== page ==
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I'm currently using this: tar -pczf backup.tar.gz *

to tar.gz everything. There are some other backups though (in other folders), these are typically the only files > 50mb. How can i exclude them? Also, anyone know how i can exclude jpg/gif/pngs? thanks

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If the other backups are also .tar.gzs then you may as well exclude them the same way you exclude jpg/gif/pngs –  Artelius Oct 23 '09 at 12:04

5 Answers 5

tar has the options to exclude files matching certain patterns, though not size.

--exclude=PATTERN
exclude files matching PATTERN
-X, --exclude-from=FILE
exclude files matching patterns listed in FILE

"ubuntuforum" has a nice script to backup files and exclude files based on size.

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You can combine tar with find to select only the files of a certain size: find . -size -50M returns a list of all the files under 50 MB, which you can then pipe to tar.

Edit Didn't notice your second question when I first answered: in order to exclude files based on their extension, just pipe the output of find to grep: find ... | fgrep -v \*.jpg \*.png etc. (untested).

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That being said, Artelius is right: what you want to exclude from your general backup is, I suppose, all the partial backups that you already made, so you may want to detected them by their file extension (tar.gz etc.), not their size. –  Arthur Reutenauer Oct 23 '09 at 12:16

Extending Arthur's suggestion, tar's r option is for append. So something like this might do it.

 find /path/to/dir  -size -50M -exec tar -rvpf backup.tar \;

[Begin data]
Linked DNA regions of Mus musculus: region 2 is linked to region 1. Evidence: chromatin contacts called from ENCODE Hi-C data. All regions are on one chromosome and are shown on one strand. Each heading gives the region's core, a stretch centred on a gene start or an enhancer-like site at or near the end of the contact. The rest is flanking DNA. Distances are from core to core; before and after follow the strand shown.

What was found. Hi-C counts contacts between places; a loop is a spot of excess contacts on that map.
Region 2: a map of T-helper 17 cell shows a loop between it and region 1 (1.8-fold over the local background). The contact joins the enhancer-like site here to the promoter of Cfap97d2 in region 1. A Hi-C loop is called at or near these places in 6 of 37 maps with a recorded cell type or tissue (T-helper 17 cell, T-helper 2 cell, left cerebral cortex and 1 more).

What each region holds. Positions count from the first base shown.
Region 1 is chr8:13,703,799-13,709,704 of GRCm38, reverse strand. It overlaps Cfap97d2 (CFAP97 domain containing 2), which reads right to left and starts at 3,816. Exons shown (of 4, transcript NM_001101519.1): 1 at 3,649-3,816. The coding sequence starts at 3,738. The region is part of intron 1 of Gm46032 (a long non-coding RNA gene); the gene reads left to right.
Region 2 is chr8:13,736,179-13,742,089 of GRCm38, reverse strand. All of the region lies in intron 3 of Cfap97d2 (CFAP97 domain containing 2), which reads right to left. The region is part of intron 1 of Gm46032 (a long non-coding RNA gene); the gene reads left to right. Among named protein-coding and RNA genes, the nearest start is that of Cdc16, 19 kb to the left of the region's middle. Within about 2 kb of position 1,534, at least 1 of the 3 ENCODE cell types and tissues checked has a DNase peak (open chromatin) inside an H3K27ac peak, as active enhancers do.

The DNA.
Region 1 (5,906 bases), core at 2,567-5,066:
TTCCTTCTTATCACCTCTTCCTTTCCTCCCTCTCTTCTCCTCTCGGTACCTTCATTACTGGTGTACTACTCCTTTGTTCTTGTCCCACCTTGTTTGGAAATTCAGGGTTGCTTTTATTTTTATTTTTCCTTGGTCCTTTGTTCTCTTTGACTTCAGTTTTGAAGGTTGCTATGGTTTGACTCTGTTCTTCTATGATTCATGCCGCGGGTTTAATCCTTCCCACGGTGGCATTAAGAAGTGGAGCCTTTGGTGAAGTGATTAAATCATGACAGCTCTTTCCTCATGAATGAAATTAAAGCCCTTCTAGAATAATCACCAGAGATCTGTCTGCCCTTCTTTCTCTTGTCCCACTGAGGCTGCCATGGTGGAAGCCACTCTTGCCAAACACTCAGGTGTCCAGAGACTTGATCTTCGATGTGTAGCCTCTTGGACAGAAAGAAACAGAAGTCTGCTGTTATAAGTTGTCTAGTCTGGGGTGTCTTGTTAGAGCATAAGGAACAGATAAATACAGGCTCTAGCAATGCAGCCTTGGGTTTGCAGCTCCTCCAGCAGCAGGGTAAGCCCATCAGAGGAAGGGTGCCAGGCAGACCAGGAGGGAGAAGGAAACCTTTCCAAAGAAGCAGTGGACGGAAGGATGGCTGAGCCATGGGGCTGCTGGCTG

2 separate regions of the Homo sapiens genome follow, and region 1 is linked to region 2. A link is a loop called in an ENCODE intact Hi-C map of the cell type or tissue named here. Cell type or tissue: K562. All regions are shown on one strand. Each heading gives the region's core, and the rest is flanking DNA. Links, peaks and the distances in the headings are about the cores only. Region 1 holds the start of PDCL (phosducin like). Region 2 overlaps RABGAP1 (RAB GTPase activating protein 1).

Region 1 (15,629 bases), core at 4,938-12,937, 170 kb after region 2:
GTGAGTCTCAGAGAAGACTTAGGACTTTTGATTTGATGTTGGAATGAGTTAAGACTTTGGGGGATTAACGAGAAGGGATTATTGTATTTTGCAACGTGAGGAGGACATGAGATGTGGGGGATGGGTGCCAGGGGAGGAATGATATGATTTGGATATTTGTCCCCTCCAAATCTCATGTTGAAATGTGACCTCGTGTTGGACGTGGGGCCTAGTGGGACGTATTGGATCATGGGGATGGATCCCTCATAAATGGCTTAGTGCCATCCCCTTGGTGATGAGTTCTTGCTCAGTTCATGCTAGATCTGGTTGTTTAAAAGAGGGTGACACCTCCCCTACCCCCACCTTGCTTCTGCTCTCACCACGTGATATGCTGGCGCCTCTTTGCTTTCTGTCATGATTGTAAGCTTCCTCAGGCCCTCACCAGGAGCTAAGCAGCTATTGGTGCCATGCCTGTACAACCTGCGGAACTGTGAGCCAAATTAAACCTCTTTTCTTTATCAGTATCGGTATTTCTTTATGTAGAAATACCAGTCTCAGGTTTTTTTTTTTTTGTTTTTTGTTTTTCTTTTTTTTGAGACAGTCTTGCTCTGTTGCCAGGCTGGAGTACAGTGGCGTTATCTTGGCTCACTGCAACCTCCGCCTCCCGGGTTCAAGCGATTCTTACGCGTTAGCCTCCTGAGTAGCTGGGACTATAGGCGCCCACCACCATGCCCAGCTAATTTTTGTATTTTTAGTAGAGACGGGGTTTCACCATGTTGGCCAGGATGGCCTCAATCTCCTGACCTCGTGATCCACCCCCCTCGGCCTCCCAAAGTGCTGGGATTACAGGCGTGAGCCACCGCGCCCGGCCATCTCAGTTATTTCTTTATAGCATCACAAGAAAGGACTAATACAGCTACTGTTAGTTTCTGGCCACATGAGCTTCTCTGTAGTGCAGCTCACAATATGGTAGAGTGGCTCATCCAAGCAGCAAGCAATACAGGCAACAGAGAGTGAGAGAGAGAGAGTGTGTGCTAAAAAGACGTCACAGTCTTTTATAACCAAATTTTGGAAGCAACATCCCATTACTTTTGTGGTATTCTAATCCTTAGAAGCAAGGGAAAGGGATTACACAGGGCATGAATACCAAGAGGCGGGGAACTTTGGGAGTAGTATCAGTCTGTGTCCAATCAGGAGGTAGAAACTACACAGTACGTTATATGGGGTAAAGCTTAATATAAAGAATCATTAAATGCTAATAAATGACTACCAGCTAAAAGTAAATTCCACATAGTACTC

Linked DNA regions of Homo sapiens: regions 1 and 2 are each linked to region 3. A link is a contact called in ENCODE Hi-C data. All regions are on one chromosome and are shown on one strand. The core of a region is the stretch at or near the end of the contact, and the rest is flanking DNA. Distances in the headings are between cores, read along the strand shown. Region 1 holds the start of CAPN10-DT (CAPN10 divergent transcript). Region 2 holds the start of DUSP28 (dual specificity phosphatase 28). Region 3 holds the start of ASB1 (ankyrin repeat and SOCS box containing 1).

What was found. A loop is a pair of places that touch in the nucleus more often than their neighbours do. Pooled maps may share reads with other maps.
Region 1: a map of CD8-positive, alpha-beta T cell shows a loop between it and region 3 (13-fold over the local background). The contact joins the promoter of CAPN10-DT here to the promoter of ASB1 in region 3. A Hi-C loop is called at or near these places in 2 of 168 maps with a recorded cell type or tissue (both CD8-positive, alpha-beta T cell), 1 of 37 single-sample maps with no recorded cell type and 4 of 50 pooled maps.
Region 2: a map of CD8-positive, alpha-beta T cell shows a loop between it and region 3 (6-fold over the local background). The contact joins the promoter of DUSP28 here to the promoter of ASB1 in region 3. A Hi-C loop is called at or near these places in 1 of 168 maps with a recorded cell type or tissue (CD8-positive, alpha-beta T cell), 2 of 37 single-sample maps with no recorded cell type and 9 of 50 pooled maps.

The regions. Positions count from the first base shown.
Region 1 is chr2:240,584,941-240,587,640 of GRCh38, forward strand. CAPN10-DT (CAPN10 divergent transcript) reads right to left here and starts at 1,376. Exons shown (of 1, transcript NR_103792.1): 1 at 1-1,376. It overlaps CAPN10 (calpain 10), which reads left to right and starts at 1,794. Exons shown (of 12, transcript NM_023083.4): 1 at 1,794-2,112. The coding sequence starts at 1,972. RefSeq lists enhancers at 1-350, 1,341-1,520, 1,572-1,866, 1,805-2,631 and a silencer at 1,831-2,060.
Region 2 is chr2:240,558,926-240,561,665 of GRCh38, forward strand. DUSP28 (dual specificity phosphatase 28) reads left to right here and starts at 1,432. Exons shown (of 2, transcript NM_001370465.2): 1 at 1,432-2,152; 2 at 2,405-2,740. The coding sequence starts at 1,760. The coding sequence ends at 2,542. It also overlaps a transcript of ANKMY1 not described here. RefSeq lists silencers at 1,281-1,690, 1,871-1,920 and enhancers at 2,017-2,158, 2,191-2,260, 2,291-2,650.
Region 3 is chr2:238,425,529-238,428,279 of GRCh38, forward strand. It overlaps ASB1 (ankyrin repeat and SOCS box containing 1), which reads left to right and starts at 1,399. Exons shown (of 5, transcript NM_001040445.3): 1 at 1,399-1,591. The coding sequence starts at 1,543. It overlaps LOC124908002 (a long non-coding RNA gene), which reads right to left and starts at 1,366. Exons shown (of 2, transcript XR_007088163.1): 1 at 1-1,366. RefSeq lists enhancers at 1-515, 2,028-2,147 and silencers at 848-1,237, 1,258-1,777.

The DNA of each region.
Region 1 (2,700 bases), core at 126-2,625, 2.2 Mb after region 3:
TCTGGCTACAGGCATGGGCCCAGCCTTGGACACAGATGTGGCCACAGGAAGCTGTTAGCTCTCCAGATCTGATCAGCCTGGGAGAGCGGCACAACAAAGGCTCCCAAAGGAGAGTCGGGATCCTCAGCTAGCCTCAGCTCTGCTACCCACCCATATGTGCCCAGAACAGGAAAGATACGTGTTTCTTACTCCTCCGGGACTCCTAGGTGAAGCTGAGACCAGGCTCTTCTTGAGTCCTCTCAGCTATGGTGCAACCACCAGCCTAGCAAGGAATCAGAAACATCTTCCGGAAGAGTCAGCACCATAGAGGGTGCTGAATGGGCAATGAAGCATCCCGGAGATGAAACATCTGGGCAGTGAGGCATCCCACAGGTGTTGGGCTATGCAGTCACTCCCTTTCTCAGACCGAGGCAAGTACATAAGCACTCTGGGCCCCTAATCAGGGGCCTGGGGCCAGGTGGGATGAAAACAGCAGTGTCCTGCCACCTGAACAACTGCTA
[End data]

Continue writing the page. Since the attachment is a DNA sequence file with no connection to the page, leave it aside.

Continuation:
EDIT: -exec needs terminating string "\;" (w/o quotes).

You can't append to a compressed archive, so you will have to gzip it (or bzip2 it) separately.

Combine with wds' solution to exclude images.

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"$PATH" is probably a problematic choice for this variable as it has a well-defined meaning and generally doesn't refer to a single directory. –  Joachim Sauer Oct 23 '09 at 12:41

you can pass the list of files to tar directly (with the T switch), i.e.:

find dir/ -size -50M | tar -czf test.tgz -T - --exclude '*.gif' --exclude '*.jpg'
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This will work up to the point that the number of arguments to tar exceeds some limit. That is, when the output from find becomes large. Beyond that point, you need to bring the tar call into find's -exec arg. –  Ewan Oct 23 '09 at 12:23
    
The tar documentation documents no such limitation on the size of the input to -T, so I have no idea what you're talking about really. –  wds Oct 23 '09 at 12:28
    
It's not a -T limitation. It's a shell thing. Try it. –  Ewan Oct 23 '09 at 12:31
3  
If you're talking about the command line size limitation, that's not an issue here, as we're piping the output of find directly into tar. –  wds Oct 23 '09 at 12:33
    
Alright. I cannot reproduce it with 183971 files. In fact, I remember now that when I saw this issue it was to do with xargs. I had to change a find that piped to xargs for a tar append call into a find with an inline exec call for tar. –  Ewan Oct 23 '09 at 12:49

The exclusions can also be done by find :

find -maxdepth 1 -size -50M -not -regex ".*/.*\.\(jpg\|gif\|png\)$" | tar . . .
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